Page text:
Lighting will make all the difference to your pictures. Being a mobile nail tech means this can be a big obstacle, but a good daylight lamp or ring light will help hugely. Suzanne Clayton, founder of Nail Tech Awareness and brand development manager at Louella Belle, says, "Using a daylight bulb will give a more natural glow to a photo and take away the yellowness that can appear, and it will also help with shadows in the background."
Mobile nail tech Emma Robyn adds, "Failing that, some good natural light will really brighten up your pictures."
"You need to look at your phone’s camera and understand the different settings available," comments Clayton. "Depending on the phone, there may be different settings for ‘vivid warm’ and ‘vivid cool’, for example, which could help you take more realistic-looking photos of colours as they actually look.
"Warm and cool colours, as well as glitters, foils or other nail art, will photograph differently and will need adjusted settings."
This is crucial to the perfect shot - a messy background can take away from the nails, while a patterned background can be too busy.
Clayton says, "I use sample wallpapers from DIY shops so that I can change the background according to the colour I’m trying to capture, or just use them as different backgrounds to change up my Instagram grid or when creating product shots or flat lays. I love a brick wall wallpaper because it gives texture without detracting too much, but I also love taking nail pictures outside with natural lighting and plants as the background."
"We don’t want to over edit the pictures so they look fake; we want to keep our clients expectations realistic of what we’re capable of," says Robyn.
"I always edit my pictures using Adobe Lightroom. It’s a fab little app that’s available on mobile as well as desktop and iPad. I always like to take the redness down a little bit to make sure the clients hands are of an even skin tone. You can pick out certain colours and really make them pop too if they’re not translating well on screen."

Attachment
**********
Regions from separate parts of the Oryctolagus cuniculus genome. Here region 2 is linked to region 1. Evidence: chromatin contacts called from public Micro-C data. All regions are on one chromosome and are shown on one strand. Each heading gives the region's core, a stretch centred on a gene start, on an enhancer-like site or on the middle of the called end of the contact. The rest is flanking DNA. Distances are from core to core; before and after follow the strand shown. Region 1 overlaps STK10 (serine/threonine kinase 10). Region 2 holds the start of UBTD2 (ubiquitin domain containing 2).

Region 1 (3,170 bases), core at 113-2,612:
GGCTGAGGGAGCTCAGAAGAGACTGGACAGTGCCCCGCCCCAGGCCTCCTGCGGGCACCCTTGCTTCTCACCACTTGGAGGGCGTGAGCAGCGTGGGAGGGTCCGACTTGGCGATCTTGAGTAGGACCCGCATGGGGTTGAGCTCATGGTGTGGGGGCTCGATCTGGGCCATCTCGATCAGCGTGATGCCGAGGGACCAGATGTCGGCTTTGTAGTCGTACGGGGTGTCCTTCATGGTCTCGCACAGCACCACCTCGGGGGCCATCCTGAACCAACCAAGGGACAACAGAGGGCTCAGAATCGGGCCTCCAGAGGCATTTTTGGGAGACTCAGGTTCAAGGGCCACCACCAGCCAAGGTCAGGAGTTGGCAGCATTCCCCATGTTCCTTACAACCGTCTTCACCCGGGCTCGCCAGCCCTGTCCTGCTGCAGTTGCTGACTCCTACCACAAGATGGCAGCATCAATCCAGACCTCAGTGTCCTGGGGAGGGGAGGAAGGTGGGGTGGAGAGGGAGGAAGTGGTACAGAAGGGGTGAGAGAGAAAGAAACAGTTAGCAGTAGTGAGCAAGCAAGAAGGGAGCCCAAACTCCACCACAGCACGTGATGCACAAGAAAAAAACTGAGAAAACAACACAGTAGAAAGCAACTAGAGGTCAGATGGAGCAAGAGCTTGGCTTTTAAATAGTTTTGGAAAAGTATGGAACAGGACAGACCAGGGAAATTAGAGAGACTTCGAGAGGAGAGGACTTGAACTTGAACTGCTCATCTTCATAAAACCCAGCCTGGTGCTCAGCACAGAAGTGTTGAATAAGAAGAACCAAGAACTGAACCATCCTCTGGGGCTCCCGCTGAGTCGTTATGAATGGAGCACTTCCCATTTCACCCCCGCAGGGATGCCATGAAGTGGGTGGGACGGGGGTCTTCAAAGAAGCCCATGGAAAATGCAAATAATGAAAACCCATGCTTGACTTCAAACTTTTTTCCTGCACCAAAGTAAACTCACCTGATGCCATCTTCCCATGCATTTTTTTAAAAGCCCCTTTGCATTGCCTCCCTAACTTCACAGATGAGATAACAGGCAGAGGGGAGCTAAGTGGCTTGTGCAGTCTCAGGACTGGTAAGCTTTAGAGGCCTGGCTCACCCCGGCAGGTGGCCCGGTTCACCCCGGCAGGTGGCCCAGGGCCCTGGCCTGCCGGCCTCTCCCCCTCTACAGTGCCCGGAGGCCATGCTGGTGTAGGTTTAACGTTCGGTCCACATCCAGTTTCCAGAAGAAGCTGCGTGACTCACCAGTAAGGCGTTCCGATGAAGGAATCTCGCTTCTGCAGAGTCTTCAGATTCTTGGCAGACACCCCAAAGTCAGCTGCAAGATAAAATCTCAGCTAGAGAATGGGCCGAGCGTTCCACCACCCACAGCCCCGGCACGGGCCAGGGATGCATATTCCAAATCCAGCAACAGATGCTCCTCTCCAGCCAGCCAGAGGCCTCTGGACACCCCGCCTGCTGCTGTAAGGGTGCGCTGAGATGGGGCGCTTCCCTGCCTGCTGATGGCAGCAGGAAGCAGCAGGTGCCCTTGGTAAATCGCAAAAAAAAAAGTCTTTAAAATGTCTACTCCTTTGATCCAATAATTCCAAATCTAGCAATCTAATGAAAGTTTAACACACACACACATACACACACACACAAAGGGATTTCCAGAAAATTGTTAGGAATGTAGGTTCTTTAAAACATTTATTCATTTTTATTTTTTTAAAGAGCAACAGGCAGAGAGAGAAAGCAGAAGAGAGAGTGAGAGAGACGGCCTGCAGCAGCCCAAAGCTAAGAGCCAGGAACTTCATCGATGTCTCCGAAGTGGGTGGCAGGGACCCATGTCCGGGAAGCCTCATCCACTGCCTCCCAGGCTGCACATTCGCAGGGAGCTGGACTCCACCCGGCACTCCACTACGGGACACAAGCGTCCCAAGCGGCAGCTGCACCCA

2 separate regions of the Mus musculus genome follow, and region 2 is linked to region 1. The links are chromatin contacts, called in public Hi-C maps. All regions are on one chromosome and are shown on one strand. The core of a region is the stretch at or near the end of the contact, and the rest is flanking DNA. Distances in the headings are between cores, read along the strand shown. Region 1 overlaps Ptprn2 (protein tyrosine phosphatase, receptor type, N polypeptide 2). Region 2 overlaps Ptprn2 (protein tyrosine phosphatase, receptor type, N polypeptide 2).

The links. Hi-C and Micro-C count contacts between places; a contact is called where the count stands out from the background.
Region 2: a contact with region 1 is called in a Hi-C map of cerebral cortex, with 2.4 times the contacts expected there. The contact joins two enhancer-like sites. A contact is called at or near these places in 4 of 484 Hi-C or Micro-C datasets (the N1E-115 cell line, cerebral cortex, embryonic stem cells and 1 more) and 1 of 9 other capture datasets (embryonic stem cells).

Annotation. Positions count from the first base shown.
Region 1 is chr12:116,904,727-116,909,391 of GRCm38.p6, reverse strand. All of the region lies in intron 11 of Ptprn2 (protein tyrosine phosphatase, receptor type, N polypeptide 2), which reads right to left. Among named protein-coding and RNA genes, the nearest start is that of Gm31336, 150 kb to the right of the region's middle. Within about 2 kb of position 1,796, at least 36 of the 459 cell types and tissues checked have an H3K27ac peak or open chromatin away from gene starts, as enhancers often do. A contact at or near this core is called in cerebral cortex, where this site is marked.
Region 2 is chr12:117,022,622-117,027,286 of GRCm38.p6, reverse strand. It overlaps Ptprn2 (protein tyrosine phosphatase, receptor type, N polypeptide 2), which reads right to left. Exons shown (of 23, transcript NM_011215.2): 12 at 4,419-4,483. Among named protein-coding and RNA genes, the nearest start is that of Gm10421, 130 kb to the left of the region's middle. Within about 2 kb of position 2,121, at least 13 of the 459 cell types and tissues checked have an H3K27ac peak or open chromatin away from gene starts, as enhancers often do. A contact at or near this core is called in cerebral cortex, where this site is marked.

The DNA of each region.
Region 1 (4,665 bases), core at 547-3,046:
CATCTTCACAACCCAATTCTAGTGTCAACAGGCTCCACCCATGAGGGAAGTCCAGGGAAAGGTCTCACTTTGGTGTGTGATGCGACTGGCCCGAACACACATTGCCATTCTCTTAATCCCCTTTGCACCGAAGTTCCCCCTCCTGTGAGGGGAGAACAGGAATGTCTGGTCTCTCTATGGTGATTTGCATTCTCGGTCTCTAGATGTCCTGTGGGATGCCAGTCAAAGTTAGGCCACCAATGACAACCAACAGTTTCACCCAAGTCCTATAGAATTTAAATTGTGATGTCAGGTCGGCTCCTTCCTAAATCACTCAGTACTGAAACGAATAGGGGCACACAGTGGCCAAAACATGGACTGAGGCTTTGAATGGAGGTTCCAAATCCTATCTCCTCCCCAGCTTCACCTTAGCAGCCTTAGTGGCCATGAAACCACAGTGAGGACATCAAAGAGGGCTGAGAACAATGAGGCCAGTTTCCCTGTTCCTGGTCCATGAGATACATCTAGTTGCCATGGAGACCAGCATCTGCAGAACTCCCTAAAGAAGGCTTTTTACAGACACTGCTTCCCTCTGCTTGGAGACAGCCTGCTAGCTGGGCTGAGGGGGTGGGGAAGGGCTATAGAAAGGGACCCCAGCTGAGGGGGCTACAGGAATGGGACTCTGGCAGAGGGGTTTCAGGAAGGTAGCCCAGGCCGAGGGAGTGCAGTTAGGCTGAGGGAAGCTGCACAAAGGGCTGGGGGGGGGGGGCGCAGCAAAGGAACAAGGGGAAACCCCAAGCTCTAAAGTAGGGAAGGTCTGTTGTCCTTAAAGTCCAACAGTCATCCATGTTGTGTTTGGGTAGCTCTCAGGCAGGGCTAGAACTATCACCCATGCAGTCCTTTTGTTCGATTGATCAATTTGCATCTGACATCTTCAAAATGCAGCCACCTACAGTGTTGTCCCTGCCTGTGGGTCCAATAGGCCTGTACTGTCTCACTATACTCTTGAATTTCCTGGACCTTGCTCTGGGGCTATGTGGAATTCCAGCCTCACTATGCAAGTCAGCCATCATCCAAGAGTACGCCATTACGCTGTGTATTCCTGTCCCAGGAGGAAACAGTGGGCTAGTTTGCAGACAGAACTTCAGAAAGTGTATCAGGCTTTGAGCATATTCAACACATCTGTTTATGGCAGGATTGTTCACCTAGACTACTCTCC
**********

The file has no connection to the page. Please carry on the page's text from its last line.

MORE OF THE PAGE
Taking a good nailfie starts with the essentials. Make sure your cuticle work is flawless, trim any hangnails and make sure you have a good base to start.
Robyn says, "When it comes to finishing your manicure application make sure you rehydrate the skin, but don’t leave any excess products on the hands and around the nails because it doesn’t show up well in photos. Rehydrate with a slick of cuticle oil and dry wipe with a clean lint free pad, especially around the nail folds as the oil blurs everything, which doesn’t showcase the perfect lines and manicure you’ve just done."
If you look at the biggest accounts on Instagram, they all have their own vibe to them. Robyn explains, "Finding a style that’s distinctively you will help you stand out on your clients feed or help new clients recognise your presence on the platform."
Remember, a clean, simple background will make sure your audience isn’t distracted from the nails.
A hot topic of discussion is which hand pose is best for nail shots. "There are lots of hand poses on social media now, but my advice is to choose a few that are easy for your clients to pose for, and ones that show as many of the nails as possible," says Clayton.
"Clients want to see what colours or nail art looks like on a whole hand, and both hands if possible, rather than just one or two fingers. They want to be able to imagine it on their own hands to judge if the colour is too bright or the design is too much.
"Your social media will look far neater if you have consistency in your images, and this means using the same poses for a few posts at a time or every other post, for example."
Clayton says, "Try and take photos with at least some of the products used in the hand as a prop or in the background because it will often catch people’s attention and generate interest in what you’ve used. Product bottles are also the perfect size to fit in clients’ hands so they work well for hand poses."
"I know a lot of manicurists who have props on hand, be it flowers, fur or a branded crystal. I like to include them when they’re relevant to the manicure I’ve just done," comments Robyn.
Article was written by Ellen Cummings and originally featured here
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